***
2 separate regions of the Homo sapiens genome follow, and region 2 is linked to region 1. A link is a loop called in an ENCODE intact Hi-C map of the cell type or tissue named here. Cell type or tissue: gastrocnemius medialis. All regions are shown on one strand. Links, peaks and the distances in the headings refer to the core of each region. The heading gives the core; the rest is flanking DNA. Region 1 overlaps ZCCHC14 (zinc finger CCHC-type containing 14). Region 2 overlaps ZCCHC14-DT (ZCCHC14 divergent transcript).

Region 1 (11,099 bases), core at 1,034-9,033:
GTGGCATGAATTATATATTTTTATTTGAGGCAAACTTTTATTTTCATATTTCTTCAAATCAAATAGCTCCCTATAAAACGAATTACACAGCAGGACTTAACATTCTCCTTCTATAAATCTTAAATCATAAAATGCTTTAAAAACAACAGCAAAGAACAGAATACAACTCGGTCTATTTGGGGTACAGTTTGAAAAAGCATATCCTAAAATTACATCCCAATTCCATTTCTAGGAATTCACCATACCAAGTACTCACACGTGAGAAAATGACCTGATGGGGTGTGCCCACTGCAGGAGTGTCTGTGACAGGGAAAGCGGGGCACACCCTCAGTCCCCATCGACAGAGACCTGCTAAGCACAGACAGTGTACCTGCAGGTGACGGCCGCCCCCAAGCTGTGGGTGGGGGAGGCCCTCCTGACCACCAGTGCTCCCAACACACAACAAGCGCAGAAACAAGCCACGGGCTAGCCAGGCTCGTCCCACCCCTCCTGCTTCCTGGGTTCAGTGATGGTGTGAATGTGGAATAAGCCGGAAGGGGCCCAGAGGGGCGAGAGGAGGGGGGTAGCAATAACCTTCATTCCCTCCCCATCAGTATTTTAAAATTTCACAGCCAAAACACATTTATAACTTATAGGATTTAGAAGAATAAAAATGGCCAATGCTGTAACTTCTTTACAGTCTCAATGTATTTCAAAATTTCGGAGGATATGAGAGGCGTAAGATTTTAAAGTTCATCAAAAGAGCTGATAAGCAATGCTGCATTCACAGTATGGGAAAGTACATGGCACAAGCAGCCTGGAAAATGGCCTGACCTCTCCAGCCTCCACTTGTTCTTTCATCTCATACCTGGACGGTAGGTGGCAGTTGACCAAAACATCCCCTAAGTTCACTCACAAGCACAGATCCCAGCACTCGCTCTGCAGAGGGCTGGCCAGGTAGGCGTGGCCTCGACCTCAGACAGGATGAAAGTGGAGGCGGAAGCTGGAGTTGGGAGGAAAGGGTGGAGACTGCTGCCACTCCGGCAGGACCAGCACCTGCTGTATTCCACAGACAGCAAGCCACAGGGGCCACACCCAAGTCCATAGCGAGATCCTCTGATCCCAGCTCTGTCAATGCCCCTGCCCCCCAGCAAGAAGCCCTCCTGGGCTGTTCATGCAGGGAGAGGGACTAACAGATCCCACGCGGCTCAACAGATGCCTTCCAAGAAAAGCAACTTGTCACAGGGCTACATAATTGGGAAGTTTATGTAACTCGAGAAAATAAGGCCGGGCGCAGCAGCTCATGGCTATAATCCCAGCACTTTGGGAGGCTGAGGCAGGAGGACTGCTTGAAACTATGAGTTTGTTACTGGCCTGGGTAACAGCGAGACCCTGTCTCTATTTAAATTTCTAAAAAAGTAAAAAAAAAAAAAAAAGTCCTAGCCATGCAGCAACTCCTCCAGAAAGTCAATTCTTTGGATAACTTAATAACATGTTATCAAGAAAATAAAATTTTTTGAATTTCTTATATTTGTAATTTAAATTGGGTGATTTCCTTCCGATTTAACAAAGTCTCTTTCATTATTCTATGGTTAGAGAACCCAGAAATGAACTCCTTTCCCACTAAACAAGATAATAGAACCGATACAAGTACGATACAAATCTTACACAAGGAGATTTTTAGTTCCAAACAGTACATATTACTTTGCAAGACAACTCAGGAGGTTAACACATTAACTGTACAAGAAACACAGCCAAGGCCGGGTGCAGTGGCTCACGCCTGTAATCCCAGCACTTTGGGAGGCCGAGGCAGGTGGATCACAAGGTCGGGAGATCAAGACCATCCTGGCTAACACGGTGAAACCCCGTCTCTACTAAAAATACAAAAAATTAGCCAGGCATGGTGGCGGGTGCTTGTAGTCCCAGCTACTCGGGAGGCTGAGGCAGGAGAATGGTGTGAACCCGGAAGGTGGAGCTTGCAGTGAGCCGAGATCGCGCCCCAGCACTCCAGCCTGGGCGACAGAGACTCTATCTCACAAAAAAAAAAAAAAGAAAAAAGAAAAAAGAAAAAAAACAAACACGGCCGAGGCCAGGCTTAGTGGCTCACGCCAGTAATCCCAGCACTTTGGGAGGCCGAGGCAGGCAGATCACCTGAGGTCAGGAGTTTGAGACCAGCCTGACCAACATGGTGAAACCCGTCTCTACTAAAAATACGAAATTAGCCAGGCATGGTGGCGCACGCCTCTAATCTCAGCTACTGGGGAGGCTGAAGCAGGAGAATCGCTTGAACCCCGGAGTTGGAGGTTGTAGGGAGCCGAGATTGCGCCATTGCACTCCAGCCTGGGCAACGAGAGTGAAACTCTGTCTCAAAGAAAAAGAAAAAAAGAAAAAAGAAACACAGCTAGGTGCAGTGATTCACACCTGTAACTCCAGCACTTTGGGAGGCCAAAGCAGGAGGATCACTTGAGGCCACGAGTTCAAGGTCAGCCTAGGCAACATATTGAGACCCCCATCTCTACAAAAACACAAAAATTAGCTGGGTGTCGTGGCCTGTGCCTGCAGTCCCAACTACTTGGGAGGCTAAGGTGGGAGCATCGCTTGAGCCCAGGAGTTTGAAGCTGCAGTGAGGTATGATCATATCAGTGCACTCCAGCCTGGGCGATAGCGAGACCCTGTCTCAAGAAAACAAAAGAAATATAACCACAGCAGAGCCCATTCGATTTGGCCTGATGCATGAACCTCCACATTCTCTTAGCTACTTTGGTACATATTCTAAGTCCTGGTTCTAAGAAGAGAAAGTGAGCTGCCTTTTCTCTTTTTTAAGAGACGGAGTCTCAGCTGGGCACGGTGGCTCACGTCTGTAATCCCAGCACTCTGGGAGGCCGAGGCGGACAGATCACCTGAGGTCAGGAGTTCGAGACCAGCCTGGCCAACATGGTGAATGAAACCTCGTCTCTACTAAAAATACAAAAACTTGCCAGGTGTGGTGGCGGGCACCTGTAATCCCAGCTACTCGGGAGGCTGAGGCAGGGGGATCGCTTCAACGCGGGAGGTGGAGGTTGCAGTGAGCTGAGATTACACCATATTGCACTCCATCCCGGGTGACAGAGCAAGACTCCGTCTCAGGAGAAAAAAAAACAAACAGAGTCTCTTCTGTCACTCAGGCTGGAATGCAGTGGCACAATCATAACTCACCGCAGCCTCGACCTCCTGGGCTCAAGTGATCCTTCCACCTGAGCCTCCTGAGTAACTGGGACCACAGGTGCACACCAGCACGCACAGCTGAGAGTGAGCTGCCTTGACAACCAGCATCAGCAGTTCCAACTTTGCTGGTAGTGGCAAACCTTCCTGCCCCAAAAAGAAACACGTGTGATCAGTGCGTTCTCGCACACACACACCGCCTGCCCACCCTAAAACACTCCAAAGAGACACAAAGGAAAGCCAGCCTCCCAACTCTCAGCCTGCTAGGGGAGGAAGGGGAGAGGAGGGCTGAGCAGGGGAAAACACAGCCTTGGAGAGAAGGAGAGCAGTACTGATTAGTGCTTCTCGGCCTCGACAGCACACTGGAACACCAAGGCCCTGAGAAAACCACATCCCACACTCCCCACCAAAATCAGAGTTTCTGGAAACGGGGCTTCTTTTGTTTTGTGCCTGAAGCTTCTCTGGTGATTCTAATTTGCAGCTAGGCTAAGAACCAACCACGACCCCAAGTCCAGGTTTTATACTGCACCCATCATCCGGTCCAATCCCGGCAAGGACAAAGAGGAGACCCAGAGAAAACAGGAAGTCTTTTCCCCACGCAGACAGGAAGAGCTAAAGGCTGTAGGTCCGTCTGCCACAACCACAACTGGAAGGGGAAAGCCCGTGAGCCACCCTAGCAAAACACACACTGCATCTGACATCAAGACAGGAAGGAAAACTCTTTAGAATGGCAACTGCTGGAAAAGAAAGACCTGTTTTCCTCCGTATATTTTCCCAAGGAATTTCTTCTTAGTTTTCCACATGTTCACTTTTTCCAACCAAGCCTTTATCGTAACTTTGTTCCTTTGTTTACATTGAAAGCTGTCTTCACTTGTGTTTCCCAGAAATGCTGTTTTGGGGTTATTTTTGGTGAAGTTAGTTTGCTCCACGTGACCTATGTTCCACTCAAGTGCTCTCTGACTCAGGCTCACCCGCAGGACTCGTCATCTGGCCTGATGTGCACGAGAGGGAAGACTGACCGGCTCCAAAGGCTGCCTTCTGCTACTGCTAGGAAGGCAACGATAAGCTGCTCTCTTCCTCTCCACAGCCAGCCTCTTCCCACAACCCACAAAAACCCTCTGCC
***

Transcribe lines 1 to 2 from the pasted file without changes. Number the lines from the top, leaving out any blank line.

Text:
2 separate regions of the Homo sapiens genome follow, and region 2 is linked to region 1. A link is a loop called in an ENCODE intact Hi-C map of the cell type or tissue named here. Cell type or tissue: gastrocnemius medialis. All regions are shown on one strand. Links, peaks and the distances in the headings refer to the core of each region. The heading gives the core; the rest is flanking DNA. Region 1 overlaps ZCCHC14 (zinc finger CCHC-type containing 14). Region 2 overlaps ZCCHC14-DT (ZCCHC14 divergent transcript).

Region 1 (11,099 bases), core at 1,034-9,033: